1. AI/Machine Learning
Artificial intelligence is no longer science fiction—it’s a fact of modern life. We’re seeing commercial applications all around us…from self-driving cars and voice interfaces like Amazon’s Alexa and Apple’s Siri to finding and prioritizing interactions on social media. Brand marketers are already using machine-learning to buy ad impressions, target the most valuable audiences and, even, personalize the creative message to buyers.
Per Emi Gal, engineer and CEO of Teads Studio, this level of personalization has never been possible before today. It’s an exciting, complex proposition for B2B marketers, leading to many important questions. How will individual buyer journeys be impacted as each touch becomes highly customized? How will the advertising and content evolve to support a growing level of audience specificity? What does this AI-enabled world look like for brands, and buyers? In the age of machine learning, will marketing evolve to be truly a science without art?
As I tried to envision the possibilities, it brought to mind The Circle, Dave Eggers terrific novel about a tech worker’s experiences in a powerful Internet company. And as if by AI, telepathy or maybe just coincidence, Emi Gal wrapped up his talk with this book as one of his “must read” recommendations.
2. Experiential Marketing
Another dominant theme for the week was the increasing importance of experiential marketing. Denise Wong, who runs the North America operation for global agency George P Johnson, described experiential as the “final frontier” of marketing. She made the important point that, to create experiences that are truly disruptive and enduring, today’s events must connect people, inspire them and then streamline the decision-buying journey. According to Denise, “Great experiences can leave a dent in culture and change the world.”
One particularly inspired example of an enduring experiential-marketing experience was highlighted throughout the conference. If you’re not familiar with Fearless Girl (#fearlessgirl), she is a four-foot bronze sculpture by Kristen Visbal depicting a defiant girl staring down the well-known Charging Bull (or “Wall Street bull”) statue. The plaque below the Fearless Girl statue states, “Know the power of women in leadership. SHE makes a difference.”
The Fearless Girl concept was created by McCann New York for State Street Global Advisors (NASDAQ ticker symbol “SHE”) as part of their campaign to push Wall Street companies to recruit more women to their boards. The social dialogue and press coverage that followed was global and significant, and a petition for the temporary installation to become permanent accumulated 28,000 signatures in less than a week. Their timing—installing the sculpture the day before International Women’s Day—was, of course, impeccable. This simple, impactful idea helped to bolster worldwide conversations around feminism, equality and empowerment.
My take on this for B2B marketers is that, whether it’s experiential or social, companies will need to be increasingly conversant in connecting brand values to live experiences in new and dynamic ways. And, as touch points become more digital and synthetic, the touch of authentic, increasingly “human” experiences will gain even greater power to engage.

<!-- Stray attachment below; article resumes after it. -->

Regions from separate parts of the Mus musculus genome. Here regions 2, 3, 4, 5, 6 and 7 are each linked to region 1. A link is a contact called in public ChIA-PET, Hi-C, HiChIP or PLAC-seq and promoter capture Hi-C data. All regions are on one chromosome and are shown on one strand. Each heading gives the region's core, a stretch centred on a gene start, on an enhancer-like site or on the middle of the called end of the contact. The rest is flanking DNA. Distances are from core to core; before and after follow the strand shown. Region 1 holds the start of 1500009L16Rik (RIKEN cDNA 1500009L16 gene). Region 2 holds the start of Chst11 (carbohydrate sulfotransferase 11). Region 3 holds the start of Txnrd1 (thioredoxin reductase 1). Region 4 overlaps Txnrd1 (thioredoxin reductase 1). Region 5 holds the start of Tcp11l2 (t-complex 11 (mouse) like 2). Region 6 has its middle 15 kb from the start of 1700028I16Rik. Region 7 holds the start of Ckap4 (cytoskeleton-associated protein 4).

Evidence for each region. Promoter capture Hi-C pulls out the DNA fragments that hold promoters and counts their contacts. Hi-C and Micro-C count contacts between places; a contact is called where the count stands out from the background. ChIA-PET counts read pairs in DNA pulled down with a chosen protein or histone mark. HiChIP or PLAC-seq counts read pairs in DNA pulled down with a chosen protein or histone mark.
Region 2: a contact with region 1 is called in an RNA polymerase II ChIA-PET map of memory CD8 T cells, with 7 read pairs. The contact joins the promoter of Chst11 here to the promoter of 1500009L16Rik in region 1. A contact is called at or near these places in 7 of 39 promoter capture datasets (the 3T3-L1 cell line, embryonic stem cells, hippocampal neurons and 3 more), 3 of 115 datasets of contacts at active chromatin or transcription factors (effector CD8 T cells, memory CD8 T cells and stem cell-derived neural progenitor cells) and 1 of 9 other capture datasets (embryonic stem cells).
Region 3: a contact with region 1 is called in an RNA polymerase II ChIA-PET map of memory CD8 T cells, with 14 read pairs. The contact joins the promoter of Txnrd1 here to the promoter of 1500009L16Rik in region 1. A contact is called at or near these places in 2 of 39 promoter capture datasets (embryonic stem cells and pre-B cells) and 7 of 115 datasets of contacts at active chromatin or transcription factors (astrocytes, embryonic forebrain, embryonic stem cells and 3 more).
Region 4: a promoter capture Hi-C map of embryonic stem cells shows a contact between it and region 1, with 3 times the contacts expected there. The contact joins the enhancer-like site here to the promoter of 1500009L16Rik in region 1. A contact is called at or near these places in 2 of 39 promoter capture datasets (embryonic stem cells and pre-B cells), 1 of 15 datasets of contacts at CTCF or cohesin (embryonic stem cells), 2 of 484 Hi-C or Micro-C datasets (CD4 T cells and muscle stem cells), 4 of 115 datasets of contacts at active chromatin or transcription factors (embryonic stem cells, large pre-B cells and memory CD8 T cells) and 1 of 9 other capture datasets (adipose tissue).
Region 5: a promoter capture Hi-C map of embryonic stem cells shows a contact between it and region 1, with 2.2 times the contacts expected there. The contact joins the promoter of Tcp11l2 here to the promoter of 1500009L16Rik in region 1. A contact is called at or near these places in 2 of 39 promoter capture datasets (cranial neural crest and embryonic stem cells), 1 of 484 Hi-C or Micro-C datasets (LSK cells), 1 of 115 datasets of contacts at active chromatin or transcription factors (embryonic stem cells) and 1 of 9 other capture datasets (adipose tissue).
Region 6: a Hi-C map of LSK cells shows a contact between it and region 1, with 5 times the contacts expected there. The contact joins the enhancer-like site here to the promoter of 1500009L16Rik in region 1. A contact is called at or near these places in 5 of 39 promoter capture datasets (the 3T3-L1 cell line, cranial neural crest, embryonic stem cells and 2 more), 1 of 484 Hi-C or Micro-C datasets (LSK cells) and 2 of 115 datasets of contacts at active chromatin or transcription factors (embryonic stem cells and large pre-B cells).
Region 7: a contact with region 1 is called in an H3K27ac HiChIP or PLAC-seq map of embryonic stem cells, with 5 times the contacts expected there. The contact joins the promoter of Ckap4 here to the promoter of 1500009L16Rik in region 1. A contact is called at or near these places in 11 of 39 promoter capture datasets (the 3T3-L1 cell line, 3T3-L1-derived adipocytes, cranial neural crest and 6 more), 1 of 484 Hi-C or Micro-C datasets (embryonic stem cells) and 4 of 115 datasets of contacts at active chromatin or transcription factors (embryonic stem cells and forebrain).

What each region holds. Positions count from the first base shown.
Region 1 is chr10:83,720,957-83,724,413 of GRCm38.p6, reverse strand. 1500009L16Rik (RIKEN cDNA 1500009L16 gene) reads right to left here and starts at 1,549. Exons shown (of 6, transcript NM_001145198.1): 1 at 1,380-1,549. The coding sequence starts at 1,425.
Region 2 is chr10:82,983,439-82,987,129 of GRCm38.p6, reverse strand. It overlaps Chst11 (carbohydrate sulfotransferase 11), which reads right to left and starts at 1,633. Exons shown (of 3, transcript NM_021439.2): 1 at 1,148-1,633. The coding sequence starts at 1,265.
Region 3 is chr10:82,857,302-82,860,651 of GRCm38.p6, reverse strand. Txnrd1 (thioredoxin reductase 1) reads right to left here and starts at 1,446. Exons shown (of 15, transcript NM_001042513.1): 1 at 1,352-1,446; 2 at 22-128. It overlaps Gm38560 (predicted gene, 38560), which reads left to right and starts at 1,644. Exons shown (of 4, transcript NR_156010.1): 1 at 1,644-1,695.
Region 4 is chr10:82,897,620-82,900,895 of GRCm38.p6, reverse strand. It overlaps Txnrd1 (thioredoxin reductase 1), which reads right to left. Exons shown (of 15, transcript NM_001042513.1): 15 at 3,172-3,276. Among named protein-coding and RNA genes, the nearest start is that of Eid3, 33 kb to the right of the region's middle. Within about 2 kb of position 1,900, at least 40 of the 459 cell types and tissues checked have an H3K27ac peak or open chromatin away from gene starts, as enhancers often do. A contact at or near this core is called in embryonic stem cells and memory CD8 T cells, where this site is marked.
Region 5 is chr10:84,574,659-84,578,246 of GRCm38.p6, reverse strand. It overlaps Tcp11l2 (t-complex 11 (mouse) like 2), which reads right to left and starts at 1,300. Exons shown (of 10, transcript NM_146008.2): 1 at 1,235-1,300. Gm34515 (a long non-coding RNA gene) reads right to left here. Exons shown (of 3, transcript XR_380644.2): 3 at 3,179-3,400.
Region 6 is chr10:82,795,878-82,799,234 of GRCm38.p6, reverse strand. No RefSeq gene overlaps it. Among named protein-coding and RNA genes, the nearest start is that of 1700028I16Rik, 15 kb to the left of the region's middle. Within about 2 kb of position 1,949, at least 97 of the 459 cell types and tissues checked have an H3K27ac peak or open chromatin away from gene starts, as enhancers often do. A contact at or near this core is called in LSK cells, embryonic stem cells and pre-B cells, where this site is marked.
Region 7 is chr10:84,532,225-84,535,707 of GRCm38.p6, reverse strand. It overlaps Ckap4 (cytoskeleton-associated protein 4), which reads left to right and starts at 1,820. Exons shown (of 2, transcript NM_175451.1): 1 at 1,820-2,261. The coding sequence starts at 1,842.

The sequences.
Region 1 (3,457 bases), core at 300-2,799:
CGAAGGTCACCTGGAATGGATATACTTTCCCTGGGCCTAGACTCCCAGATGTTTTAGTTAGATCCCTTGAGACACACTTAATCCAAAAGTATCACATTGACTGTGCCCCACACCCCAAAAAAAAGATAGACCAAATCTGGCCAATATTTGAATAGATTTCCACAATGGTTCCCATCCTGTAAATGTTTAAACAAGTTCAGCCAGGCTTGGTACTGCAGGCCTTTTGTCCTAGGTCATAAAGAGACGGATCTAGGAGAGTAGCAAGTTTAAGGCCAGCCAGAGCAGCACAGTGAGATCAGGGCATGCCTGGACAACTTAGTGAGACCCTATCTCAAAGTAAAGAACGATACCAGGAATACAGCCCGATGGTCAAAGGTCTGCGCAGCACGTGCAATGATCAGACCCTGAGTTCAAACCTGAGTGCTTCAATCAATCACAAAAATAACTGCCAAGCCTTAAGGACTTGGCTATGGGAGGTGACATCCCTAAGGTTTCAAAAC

3. Workforce Diversity
Diversity (and gender equality) in the workplace was another of the Transformation event’s macro themes. Maybe it’s because the conference overlapped with #equalpayday, or perhaps the advertising industry is still highly out of balance when it comes to diversity. Regardless, the prospect of getting to a more balanced, representative and equal workforce was deeply embedded throughout the conference.
Reinventing Diversity author Howard Ross described the ways in which our unconscious biases influence decisions, and how we can identify and navigate bias. According to Howard, “Once you accept your biases, you can begin to limit their impact.” When unconscious bias influences things like hiring decisions, it’s not only unfair, but also puts companies at a competitive disadvantage. Particularly in our industry, diversity is crucial to the creation of powerful ideas, especially in an increasingly global world.”
Humanity is Always Transformative
Along with a deeper understanding of the big game-changers for our industry, I left LA with the realization that the human element is as essential to marketing as ever. As our industry evolves, we need more dreamers, idea-creators, gate-crashers and brilliant minds to meet the challenges of a highly personalized, experiential, and AI-enabled future. And, in our pursuit to connect and inspire people in a global marketplace, we must do so with a diverse and dynamic team. So, as I returned to San Francisco, I renewed my commitment to dialogue and the pursuit of equality and diversity…in my industry, at my agency, and within my community.
To that end, on May 10th, April Six will join with thousands of like-minded organizations in celebrating the first annual 50/50 Day, a global event dedicated to achieving a gender-balanced world in all sectors of society. I’m looking forward to inviting clients, colleagues and friends to join the conversation with our team at April Six next month. More details coming soon!
So, at a conference where I expected to return smarter, I came home just a little bit more human, too. And, that’s certainly the most important quality of a great marketer. I guess I have my mentor Nancy to thank for that!